Roughly 200 protesters arrived in Surrey, B.C. this morning, many from Occupy Vancouver, to protest the arrival of former U.S. president George W. Bush to speak at the city's economic summit.
Protesters arrived in Surrey, British Columbia this morning in advance of the planned speech by former U.S. president George W. Bush. Despite calls from such groups as Amnesty International that Canada arrest the former president for war crimes, Bush's visit to the Sheraton Guildford hotel for the Surrey Economic Summit appears to have gone smoothly.
Roughly 200 protesters arrived in Surrey, many having traveled from the Occupy Vancouver demonstration, in order to protest a man that many feel is responsible not only for war crimes and torture (Bush has admitted to the latter, but not the former), but also the very economic situation that led to the 2008 recession.
The Globe and Mail writes that Darlene Parsons, a 55-year-old protester, was "infuriated" that Surrey's mayor had invited Mr. Bush to speak at the event. And the irony of inviting Mr. Bush to speak on economic matters was not lost on Ms. Parsons.
"Bush will never be remembered as an economist," she says. "He'll be remembered as a person who brought the Americans to the brink of financial destruction."
Royal Canadian Mounted Police officers on the scene expected that the protests would run smoothly, but noted that anyone acting with violent or illegal intentions would be dealt with quickly to avoid any escalation or snowballing violence. Several intersections were shut down in order to keep the protesters away from the hotel where the summit was taking place.
This is not the first time in recent memory that protesters in B.C. have greeted former U.S. dignitaries. The Vancouver Sun reminds readers that "former U.S. vice-president Dick Cheney encountered about 250 demonstrators when he appeared at a Vancouver banquet last month to discuss his memoirs." And while those protests also remained relatively peaceful, "some of the attendees got jostled."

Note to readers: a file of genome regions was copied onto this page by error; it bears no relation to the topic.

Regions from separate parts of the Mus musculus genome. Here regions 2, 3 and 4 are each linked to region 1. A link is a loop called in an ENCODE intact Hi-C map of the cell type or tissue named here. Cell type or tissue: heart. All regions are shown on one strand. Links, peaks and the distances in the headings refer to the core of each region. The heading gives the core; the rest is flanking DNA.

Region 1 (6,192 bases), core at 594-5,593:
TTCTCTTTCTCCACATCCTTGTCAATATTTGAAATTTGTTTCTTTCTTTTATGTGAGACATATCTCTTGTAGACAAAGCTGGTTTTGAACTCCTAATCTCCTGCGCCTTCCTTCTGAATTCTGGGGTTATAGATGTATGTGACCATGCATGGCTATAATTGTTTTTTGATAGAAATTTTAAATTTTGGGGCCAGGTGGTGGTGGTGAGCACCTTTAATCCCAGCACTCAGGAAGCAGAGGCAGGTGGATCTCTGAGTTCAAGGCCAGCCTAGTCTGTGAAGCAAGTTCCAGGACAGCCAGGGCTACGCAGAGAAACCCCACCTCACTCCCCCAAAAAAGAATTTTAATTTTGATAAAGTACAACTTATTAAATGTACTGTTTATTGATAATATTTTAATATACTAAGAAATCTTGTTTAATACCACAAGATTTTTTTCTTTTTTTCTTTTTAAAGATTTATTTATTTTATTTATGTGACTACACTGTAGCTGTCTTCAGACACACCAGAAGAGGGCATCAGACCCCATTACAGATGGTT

Bush is not alone at the economic summit. His predecessor, former U.S. president Bill Clinton, is also on hand to talk economics with Surrey mayor Diane Watts, B.C. Premier Christy Clark, and other guests.
But the presence of such high-caliber speakers has some questioning just how much Surrey has spent on the summit.
Surrey mayoral candidate Vikram Bajwa wants Mayor Watts to release all information to the public pertaining to what the summit has cost Surrey's taxpayers. Not merely in terms of police-presence and security, but the lofty fee that former American presidents command for speaking engagements.
The Province is also claiming that Bajwa wants to know "who is paying for the security arrangements, and if the city will release information on the summit, such as donations, sponsorships and incurred expenses."
While Watts says she will not comment now on the cost of the summit, and has referred Bajwa to a third party group for detailed estimates and figures, the Seattle Intelligencer noted that in March, 2009, president Bush alone could command upwards of $100,000 to $150,000 an appearance.
A summit on how best to stimulate Surrey's economy through global connections may have set the city back far more than its citizens thought.